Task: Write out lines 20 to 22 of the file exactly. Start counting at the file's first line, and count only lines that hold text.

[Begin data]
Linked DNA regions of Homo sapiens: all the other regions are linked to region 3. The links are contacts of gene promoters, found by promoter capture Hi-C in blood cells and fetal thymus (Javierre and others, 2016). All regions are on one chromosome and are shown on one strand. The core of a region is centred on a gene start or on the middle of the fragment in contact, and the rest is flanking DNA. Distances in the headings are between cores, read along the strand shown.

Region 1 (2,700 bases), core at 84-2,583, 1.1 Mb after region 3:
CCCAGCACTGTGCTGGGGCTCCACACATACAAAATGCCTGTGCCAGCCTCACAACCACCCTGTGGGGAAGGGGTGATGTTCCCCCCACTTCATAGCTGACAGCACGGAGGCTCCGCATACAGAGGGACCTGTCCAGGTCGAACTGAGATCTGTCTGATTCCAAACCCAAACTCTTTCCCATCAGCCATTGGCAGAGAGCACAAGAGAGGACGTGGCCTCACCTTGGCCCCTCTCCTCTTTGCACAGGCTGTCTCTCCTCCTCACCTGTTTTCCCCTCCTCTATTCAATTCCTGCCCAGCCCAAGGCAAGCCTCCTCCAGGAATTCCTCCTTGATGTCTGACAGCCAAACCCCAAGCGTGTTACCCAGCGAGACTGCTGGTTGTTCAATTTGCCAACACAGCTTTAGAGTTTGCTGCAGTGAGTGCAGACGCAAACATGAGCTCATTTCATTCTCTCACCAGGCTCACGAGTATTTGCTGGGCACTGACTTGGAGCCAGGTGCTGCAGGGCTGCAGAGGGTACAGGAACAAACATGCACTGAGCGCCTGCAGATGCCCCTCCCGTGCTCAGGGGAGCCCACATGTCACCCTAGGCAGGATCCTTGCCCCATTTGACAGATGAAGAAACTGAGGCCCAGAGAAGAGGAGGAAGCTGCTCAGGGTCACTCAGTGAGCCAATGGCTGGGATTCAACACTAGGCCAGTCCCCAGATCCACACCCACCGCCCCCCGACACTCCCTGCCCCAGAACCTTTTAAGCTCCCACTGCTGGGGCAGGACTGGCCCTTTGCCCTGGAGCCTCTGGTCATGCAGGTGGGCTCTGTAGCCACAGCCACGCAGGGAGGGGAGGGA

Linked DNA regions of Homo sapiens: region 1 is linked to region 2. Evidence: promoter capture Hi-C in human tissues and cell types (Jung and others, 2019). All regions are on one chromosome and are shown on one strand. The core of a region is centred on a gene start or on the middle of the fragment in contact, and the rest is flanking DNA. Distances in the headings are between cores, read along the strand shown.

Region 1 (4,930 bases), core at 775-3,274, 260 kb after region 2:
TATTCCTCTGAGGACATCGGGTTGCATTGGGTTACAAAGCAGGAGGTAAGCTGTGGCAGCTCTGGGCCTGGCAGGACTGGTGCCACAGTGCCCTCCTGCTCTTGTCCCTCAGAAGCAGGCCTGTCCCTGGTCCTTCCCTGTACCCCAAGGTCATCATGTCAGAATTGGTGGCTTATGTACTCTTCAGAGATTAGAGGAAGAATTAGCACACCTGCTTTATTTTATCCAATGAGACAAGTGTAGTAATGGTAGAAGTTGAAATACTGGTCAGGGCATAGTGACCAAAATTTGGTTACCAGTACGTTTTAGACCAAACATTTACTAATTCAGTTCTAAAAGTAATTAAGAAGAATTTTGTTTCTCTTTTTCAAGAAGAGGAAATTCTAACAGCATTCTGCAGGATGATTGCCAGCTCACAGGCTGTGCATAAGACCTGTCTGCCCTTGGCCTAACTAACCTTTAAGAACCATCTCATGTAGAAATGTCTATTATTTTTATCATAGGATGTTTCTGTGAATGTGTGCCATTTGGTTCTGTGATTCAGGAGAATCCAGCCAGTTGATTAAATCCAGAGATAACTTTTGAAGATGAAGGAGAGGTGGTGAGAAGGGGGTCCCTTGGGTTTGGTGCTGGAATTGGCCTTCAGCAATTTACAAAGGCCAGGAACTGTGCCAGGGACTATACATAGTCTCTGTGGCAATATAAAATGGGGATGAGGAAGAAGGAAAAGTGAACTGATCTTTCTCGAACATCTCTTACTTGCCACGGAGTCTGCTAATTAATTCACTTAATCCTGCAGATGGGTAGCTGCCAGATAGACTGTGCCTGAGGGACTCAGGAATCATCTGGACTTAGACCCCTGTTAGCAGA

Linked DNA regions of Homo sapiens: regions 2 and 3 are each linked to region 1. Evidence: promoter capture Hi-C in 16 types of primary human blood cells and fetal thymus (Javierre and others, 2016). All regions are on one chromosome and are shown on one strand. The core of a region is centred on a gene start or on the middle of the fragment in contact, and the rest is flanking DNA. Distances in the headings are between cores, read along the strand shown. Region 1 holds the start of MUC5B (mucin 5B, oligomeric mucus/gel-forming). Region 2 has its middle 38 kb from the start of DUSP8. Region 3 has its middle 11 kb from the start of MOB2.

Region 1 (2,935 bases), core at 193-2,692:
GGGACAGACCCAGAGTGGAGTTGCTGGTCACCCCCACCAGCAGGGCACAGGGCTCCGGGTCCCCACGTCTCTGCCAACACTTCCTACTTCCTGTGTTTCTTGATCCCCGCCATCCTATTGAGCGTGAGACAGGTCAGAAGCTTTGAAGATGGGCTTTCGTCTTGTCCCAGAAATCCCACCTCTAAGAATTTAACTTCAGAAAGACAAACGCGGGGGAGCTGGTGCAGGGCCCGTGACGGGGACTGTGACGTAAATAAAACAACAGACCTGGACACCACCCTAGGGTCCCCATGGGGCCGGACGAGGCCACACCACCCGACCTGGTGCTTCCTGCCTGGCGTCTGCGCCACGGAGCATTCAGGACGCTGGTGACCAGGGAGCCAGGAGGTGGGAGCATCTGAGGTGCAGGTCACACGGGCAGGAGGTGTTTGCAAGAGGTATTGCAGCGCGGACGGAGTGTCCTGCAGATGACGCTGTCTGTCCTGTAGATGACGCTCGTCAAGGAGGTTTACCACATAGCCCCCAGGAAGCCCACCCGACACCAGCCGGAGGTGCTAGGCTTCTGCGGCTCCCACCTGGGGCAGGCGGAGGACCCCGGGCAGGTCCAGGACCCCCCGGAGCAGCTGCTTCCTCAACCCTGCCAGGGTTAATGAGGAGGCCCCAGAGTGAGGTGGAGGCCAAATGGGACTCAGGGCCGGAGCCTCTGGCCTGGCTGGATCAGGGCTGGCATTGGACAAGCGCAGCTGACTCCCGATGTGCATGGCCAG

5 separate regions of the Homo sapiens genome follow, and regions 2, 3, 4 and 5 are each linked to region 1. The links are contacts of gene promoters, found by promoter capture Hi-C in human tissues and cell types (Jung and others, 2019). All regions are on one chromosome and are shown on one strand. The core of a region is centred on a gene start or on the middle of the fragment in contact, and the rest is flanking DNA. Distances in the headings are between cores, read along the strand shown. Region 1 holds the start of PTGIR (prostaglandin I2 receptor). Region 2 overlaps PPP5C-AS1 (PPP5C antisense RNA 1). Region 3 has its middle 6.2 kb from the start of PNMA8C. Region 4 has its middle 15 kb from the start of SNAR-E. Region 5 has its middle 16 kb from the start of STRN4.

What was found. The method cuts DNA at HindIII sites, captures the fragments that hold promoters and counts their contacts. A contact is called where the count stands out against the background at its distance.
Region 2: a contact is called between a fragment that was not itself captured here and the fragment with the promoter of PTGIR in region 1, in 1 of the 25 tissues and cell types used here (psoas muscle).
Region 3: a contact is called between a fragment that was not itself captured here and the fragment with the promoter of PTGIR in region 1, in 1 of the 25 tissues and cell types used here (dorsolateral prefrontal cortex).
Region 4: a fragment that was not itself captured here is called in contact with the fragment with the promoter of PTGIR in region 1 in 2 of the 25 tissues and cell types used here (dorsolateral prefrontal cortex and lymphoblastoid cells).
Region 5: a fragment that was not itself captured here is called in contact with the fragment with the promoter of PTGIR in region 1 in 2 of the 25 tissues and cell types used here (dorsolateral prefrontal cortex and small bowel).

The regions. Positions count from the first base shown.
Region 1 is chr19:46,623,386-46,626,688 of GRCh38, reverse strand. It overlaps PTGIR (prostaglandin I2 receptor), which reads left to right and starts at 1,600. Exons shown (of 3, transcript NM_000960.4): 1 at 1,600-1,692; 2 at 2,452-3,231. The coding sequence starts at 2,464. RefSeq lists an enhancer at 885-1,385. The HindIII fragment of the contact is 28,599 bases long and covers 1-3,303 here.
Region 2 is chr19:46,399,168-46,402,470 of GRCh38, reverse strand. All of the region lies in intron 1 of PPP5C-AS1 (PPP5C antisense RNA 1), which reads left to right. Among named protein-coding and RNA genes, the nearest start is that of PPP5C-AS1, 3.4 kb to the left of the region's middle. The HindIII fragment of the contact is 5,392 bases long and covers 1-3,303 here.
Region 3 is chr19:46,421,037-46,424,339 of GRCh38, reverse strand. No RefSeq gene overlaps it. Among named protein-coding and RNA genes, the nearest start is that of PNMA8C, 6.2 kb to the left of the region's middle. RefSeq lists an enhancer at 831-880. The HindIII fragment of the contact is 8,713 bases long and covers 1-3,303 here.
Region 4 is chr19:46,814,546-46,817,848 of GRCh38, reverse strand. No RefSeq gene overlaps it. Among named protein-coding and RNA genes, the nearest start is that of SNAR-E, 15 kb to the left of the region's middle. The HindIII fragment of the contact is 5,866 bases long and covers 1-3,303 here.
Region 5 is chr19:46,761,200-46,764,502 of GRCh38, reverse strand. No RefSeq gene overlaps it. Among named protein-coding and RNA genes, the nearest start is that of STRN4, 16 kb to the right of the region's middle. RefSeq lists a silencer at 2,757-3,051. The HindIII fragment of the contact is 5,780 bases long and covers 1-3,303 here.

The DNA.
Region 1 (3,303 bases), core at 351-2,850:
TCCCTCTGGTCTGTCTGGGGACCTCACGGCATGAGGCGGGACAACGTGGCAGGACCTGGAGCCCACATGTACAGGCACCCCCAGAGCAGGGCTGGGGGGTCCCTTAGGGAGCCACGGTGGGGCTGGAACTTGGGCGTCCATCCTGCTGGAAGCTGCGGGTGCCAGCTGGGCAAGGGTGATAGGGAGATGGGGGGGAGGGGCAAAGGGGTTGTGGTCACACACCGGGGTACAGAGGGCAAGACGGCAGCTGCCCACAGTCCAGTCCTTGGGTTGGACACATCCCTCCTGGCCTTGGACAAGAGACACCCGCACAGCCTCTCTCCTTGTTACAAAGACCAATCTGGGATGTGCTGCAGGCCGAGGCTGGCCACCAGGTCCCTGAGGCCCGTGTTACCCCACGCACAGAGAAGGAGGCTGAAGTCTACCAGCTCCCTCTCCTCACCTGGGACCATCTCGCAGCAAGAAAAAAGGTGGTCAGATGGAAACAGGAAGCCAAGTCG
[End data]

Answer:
Region 4 is chr19:46,814,546-46,817,848 of GRCh38, reverse strand. No RefSeq gene overlaps it. Among named protein-coding and RNA genes, the nearest start is that of SNAR-E, 15 kb to the left of the region's middle. The HindIII fragment of the contact is 5,866 bases long and covers 1-3,303 here.
Region 5 is chr19:46,761,200-46,764,502 of GRCh38, reverse strand. No RefSeq gene overlaps it. Among named protein-coding and RNA genes, the nearest start is that of STRN4, 16 kb to the right of the region's middle. RefSeq lists a silencer at 2,757-3,051. The HindIII fragment of the contact is 5,780 bases long and covers 1-3,303 here.

The DNA.